A Newborn with Omphalocele and Umbilical Cord Cyst: An Interesting Entity


Deepak Sharma 1 , * , Srinivas Murki 2 , Tejo Pratap 3

How to Cite: Sharma D , Murki S , Pratap T . A Newborn with Omphalocele and Umbilical Cord Cyst: An Interesting Entity, Iran J Pediatr. 2014 ; 24(4):449-450.


Iranian Journal of Pediatrics: 24 (4); 449-450
Published Online: August 15, 2014
Article Type: Letter
Received: August 27, 2014
Accepted: July 09, 2014



A late preterm male baby with a birth weight of 2.5 kg was born to primi mother. Baby cried immediately after birth with an Apgar score of 8/8/9. Baby was antenatally diagnosed as a case of omphalocele with umbilical cord cyst. There was no history of any drug intake or any other chronic illness in the mother. Baby was delivered by LSCS. On physical examination infant had an omphalocele sac measuring about 14×10 cm with intestine as its content and umbilical cord cyst (Fig 1). X-Ray showed intestine as content of the sac (Fig. 2). Transillumination test was positive. Baby had webbing of neck (Fig. 3) and no other malformations.
Fig. 1: Omphalocele sac 14×10 cm with intestine as its content and umbilical cord cyst
Fig. 2: X-ray showing intestine as the content of the sac

Infant was further evaluated with ECHO and Neurosonogram which were normal. Baby was operated on day 2 of life and intestines were reduced. Baby was gradually started on feeding and post-operative course was uneventful. Karyotypic analysis of the infant was normal. The infant was discharged successfully and is now in follow up.
Omphalocele also known as exomphalos is a midline defect characterized by the evisceration of abdominal contents covered by a protective sac. The wall of the sac is formed by (inside to outside) peritoneum, Wharton’s jelly and amnion[1]. The defect is most commonly located at the base of the umbilical stalk in the midline. In omphalocele, the bowel does not return to the abdominal cavity between    10-12th    week   of    gestation[2].   The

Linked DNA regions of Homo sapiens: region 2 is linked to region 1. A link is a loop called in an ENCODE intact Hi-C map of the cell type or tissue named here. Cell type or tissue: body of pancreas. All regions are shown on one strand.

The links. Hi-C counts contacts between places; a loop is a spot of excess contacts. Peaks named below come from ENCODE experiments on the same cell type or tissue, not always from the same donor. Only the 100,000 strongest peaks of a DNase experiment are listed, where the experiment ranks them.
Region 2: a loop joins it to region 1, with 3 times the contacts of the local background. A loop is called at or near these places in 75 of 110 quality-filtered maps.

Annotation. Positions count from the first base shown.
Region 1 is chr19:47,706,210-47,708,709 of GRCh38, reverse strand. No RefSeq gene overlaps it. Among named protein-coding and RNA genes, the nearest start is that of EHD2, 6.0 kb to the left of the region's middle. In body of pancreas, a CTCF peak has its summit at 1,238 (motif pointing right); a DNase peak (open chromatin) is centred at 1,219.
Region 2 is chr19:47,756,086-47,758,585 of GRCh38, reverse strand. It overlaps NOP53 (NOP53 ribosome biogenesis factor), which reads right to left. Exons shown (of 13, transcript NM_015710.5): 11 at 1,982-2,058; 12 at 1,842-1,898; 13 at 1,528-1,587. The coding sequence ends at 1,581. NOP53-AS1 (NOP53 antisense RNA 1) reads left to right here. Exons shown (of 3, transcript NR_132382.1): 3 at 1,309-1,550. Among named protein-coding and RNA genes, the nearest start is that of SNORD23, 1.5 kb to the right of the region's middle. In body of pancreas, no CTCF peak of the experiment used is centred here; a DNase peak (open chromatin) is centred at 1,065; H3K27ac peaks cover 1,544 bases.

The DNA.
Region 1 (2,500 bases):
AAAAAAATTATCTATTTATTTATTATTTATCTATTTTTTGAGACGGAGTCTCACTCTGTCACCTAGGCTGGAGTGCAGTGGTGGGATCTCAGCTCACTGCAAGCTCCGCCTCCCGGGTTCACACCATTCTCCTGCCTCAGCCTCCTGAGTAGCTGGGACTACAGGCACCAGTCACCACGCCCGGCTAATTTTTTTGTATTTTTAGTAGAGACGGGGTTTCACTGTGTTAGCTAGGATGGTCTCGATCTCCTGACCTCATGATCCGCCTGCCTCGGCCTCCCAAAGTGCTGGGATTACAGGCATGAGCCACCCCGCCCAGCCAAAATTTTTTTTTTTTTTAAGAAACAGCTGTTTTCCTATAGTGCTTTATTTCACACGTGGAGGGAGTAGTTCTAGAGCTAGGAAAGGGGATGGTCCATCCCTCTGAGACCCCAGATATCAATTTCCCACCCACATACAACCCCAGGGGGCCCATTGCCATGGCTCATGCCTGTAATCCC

Fig. 3: Short webbed neck of the infant
incidence of  omphalocele  ranges  from  1.5 and 3  per 10,000 births[3,4]. Associated anomalies in omphalocele range from 50% -70% and are most important determinants in prognosis[5].
The treatment involves stabilization and surgical reduction of the sac content.
The syndromes associated with omphalocele include[6]:
• Otopalatodigital syndrome type II,
• Melnick-needles syndrome,
• Rieger syndrome,
• Meckel syndrome,
• Shprintzen-Goldberg omphalocele syndrome,
• Lethal omphalocele-cleft palate syndrome,
• Cerebro-costo-mandibular syndrome,
• Fetal valproate syndrome,
• Marshall-Smith syndrome,
• Fryns syndrome,
•Donnai-barrow syndrome,
• Charge syndrome,
• Goltz syndrome,
• Carpenter syndrome,
• Toriello-Carey syndrome,
• Cornelia de Lange syndrome,
• Sprengel anomaly,
• Kennerknecht syndrome.

What should be done?
•    Perinatal identification of omphalocele should be evaluated for omphalocele-related disorders and familial inheritance and a thorough genetic counseling should be done promptly for the parents.
•    Omphalocele associated malformations should be searched as there are very high chances of having them and help in prognostication of the parents.
•    Karyotypic study should be done to rule out chromosomal disorders associated with omphalocele.

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